_{ s }). The decision boundary and stimulus distributions extend into the negative range because we model a difference signal in the motion or shape dimension. We therefore based our fits on the sum of two cumulative Gaussian distributions. The use of two cumulative Gaussians allows us to ignore the sign of the motion/shape difference, e.g., if stimulus 1 was a 35% motion morph, then morphs of 25% and 45% for stimulus 2 would both be counted as a 10% motion difference.

*M, S*) under the null hypothesis that there is no difference in the stimulus (

*m, s*). The blue contours show the distribution of (

*M, S*) for a given non-zero pair of stimulus differences (

*m, s*), marked by the blue dot. The aspect ratio of these contours depends on the relative standard deviations along the two axes, specifically,

*σ*

_{ m }/

*σ*

_{ s }. To maximize performance on a same–different task, we assume that the decision contour should also have an aspect ratio of

*σ*

_{ m }/

*σ*

_{ s }. We consider this case below. By definition, our model observer will judge the stimuli to be the same when (

*M, S*) falls within the red ellipse.

*m*,

*s*) is the volume of the stimulus distribution that falls within the red ellipse:

*r*and

*α*, defined by

*θ*,

*σ*

_{ m },

*σ*

_{ s }, and

*w*to 25 data points (5 levels of shape differences × 5 levels of motion differences). We were reluctant to do this as the data did not allow all parameters to be well constrained; there is a trade-off between changes in relative weighting and changes in noise. We therefore limited our fits to the special case in which

*w*is inversely proportional to stimulus noise. Because

*w*provides a relative weighting of motion and shape cues, we can set the (relative) weight assigned to each cue to be proportional to the inverse of its variance (Landy et al., 1995) so that the aspect ratio of the red decision boundary in Figure A1 matches the stimulus distributions shown in blue or green. That is, we set

*w*

_{ s }

^{2}+

*w*

_{ m }

^{2}= 1. In this case, we can do the integration over

*α*analytically. Equation A4 now becomes

*A*

^{2}=

*B*

^{2}=

*I*

_{0}is the modified Bessel function of the first kind. We used this function to fit the shape + motion data with three free parameters. We evaluated the integral numerically using the Matlab function QUAD, with the Matlab function BESSELI to evaluate the Bessel function.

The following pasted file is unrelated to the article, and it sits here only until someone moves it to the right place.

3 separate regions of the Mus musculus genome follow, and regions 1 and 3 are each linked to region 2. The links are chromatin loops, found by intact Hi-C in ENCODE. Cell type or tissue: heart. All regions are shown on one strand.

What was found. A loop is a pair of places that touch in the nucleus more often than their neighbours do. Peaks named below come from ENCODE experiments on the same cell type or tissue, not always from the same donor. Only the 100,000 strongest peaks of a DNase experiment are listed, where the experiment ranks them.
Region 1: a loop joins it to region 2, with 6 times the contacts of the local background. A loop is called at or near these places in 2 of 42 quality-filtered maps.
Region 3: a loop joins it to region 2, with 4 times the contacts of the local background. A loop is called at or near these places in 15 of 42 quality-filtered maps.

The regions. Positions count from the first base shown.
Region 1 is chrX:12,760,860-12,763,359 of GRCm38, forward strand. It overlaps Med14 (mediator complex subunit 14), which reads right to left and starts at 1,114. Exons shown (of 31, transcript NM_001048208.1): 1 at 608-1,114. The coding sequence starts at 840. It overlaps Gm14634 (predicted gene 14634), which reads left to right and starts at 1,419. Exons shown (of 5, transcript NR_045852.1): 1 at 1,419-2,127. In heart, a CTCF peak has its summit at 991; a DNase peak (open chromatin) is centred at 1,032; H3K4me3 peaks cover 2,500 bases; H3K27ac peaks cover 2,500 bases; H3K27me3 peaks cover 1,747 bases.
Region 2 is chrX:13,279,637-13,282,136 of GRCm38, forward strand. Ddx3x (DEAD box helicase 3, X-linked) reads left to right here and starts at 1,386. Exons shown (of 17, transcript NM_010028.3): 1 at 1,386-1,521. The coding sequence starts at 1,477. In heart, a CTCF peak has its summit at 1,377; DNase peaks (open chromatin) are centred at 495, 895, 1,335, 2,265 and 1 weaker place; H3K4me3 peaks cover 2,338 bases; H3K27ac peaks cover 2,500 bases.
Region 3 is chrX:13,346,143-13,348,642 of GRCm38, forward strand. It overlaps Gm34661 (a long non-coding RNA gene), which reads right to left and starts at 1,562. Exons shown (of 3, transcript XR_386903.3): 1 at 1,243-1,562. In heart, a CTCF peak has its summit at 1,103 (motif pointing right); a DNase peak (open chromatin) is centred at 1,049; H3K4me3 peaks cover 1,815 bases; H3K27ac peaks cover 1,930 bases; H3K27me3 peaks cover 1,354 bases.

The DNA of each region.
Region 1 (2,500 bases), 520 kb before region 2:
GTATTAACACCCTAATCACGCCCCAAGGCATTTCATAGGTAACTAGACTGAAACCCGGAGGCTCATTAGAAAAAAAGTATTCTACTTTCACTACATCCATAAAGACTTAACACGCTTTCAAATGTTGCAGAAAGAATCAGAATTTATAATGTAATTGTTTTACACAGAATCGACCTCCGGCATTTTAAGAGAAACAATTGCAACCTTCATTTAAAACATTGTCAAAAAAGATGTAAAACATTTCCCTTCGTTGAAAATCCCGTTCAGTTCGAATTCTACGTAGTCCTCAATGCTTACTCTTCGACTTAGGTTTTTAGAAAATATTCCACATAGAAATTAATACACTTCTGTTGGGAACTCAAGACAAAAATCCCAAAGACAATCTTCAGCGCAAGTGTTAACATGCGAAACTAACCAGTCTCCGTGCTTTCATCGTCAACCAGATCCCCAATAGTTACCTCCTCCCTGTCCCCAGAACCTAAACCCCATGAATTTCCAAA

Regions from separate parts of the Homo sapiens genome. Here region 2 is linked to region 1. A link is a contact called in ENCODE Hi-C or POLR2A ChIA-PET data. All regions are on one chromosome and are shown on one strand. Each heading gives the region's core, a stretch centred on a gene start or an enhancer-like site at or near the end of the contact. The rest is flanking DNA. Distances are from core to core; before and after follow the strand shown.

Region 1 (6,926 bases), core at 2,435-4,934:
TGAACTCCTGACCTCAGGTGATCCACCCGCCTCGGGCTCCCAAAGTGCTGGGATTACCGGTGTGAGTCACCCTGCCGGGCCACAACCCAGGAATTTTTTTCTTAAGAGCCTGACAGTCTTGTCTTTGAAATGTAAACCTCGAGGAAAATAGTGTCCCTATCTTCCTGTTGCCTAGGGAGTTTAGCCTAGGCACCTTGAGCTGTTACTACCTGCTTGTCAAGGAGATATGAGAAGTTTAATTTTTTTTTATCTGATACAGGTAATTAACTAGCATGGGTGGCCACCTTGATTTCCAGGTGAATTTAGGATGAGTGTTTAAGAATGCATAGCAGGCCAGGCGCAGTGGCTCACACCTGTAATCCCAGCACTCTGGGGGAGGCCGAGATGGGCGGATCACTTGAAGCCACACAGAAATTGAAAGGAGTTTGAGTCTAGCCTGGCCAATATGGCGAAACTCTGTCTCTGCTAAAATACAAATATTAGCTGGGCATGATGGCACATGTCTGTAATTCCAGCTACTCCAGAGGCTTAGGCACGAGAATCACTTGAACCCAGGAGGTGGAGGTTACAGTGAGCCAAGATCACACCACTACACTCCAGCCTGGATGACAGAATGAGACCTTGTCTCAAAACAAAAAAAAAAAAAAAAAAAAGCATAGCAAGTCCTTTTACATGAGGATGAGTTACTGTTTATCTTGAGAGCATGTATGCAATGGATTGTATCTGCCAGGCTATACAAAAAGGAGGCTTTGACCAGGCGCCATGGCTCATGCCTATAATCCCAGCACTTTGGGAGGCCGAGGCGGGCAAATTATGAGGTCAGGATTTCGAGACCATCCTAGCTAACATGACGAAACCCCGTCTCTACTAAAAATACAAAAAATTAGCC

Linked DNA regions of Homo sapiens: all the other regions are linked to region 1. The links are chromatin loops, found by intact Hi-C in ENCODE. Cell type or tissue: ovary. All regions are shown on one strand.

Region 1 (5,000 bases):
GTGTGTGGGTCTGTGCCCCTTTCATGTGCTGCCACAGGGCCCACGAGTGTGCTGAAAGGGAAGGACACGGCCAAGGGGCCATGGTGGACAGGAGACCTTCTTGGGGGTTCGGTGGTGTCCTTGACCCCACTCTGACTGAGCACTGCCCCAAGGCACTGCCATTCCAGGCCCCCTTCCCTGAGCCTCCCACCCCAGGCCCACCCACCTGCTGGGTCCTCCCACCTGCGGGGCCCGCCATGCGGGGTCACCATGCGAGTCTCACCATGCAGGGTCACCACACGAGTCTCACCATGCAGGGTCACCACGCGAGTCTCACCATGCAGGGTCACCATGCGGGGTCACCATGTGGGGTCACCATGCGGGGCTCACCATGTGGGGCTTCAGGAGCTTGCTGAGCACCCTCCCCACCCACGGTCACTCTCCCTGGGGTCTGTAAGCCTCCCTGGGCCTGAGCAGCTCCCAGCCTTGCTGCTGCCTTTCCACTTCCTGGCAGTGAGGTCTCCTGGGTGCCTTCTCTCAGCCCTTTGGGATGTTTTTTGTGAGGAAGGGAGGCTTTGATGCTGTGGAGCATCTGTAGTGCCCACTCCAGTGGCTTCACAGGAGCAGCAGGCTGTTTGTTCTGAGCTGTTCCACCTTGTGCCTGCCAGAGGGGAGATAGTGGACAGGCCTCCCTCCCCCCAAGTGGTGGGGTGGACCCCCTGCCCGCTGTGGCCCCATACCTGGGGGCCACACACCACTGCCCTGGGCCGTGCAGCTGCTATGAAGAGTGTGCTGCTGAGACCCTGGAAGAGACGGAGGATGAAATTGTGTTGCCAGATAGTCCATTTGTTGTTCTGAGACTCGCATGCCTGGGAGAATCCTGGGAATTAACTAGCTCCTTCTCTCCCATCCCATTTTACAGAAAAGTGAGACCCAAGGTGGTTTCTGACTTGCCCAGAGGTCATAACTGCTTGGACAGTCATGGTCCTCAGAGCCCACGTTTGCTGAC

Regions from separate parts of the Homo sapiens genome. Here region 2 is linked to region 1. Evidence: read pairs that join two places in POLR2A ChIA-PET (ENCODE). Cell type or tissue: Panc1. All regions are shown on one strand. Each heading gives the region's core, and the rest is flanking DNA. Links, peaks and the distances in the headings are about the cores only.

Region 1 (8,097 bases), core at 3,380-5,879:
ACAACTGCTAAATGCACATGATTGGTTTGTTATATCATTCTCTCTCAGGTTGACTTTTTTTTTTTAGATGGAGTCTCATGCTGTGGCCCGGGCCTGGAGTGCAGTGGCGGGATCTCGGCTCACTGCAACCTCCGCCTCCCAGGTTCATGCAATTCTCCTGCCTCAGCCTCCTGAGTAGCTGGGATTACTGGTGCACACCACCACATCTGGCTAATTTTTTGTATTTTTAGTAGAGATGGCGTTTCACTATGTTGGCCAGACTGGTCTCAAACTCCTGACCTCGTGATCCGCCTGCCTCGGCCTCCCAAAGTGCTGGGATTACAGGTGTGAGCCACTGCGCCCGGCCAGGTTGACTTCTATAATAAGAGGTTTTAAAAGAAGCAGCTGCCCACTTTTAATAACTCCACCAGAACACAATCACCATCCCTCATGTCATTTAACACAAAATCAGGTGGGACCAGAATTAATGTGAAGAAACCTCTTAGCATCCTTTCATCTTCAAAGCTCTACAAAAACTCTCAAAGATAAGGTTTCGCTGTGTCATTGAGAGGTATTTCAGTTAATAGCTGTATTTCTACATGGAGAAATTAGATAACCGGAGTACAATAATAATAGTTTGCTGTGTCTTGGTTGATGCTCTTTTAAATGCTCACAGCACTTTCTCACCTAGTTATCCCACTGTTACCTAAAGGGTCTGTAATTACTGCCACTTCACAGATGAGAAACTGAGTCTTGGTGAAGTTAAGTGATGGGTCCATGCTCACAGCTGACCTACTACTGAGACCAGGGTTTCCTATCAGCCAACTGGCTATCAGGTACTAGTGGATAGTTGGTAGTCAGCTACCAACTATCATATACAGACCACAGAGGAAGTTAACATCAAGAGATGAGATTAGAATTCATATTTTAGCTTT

*m*,

*s*) along which the observer has a fixed probability of making a “same” judgment for a given set of parameters

*θ*,

*σ*

_{ m }, and

*σ*

_{ s }—are constant values of

*B*. That is, the contours are ellipses in (

*m*,

*s*) space whose semi-radii are

*Bσ*

_{ m }and

*Bσ*

_{ s }and where the value of

*B*depends on the value of

*P*

_{same}along the contour. For example, to find the contour where the observer is equally likely to respond “same” or “different,” we solve Equation A6 for

*B*with

*P*

_{same}= 0.5. We used the Matlab function FZERO to solve this numerically.

*P*

_{same}analytically when all the weight is assigned to one cue. For example, if

*w*

_{ s }= 0.0 and

*w*

_{ m }= 1.0, the probability of a “same” judgment becomes

*σ*

_{ s }is immaterial:

*m*,

*s*) is

*P*

_{same}, then the probability of observing

*k*“same” responses out of

*n*trials is

*m*

_{ j },

*s*

_{ j }),

*n*

_{ j }is the total number of trials performed with those stimulus values, and

*k*

_{ j }is the number of trials on which the observer judged “same.”

*P*

_{same}

^{ j }is the probability of getting a “same” response given the stimulus values (

*m*

_{ j },

*s*

_{ j }) used on that trial and the particular fit parameters being tested. The fit parameters were adjusted using Matlab's FMINSEARCH function until the quantity

*X*was maximized.

_{ m }and

_{ s }are inversely proportional to

_{ m }and

_{s}

*σ*

_{ m }and

*σ*

_{ s }(albeit from different groups of participants in our study). However, it seems unlikely that an observer would generally encode shape and motion cues with differing reliability across the three tasks because the stimuli are identical. We therefore assumed that the reliability of the motion and shape estimates was the same across tasks, but the weights given to each cue changed as a result of the task instruction. This is what we modeled in the simulations in Figures 6a–6c. The values of

*θ, σ*

_{ m }, and

*σ*

_{ s }are kept constant in these three panels, and the different predicted performance is achieved by altering the relative weights

*w*

_{ m }and

*w*

_{ s }. However, despite its conceptual limitations, Equation A6 is adequate to describe our data. To check this, we fitted the shape-only data with a 2-parameter model that assumes that the observer uses only shape differences for the task (Equation A9). In this case,

*w*

_{ s }= 1.0 and

*w*

_{ m }= 0.0. The value of

*σ*

_{ m }is then immaterial, leaving only two parameters to fit:

*θ*and

*σ*

_{ s }. We also fitted the two parameters,

*θ*and

*σ*

_{ m }, to the motion-only data in which

*w*

_{ m }= 1.0 and

*w*

_{ s }= 0.0. In each case, although the fits were slightly lower quality, the values of

*σ*

_{ m }and

*σ*

_{ s }were similar to those obtained with the 3-parameter model. This confirms that, in the shape-only task, the value of

*w*

_{ m }, which is under-constrained by the data, does not greatly affect

*σ*

_{ s }, which is much more constrained by the data. Similarly in the motion-only task, the precise value of

*w*

_{ s }does not greatly affect

*σ*

_{ m }. Therefore, in the main text, we report the results of fitting the same 3-parameter model to all three data sets, and then we estimated

*w*

_{ m }and

*w*

_{ s }based on

*σ*

_{ m }and

*σ*

_{ s }.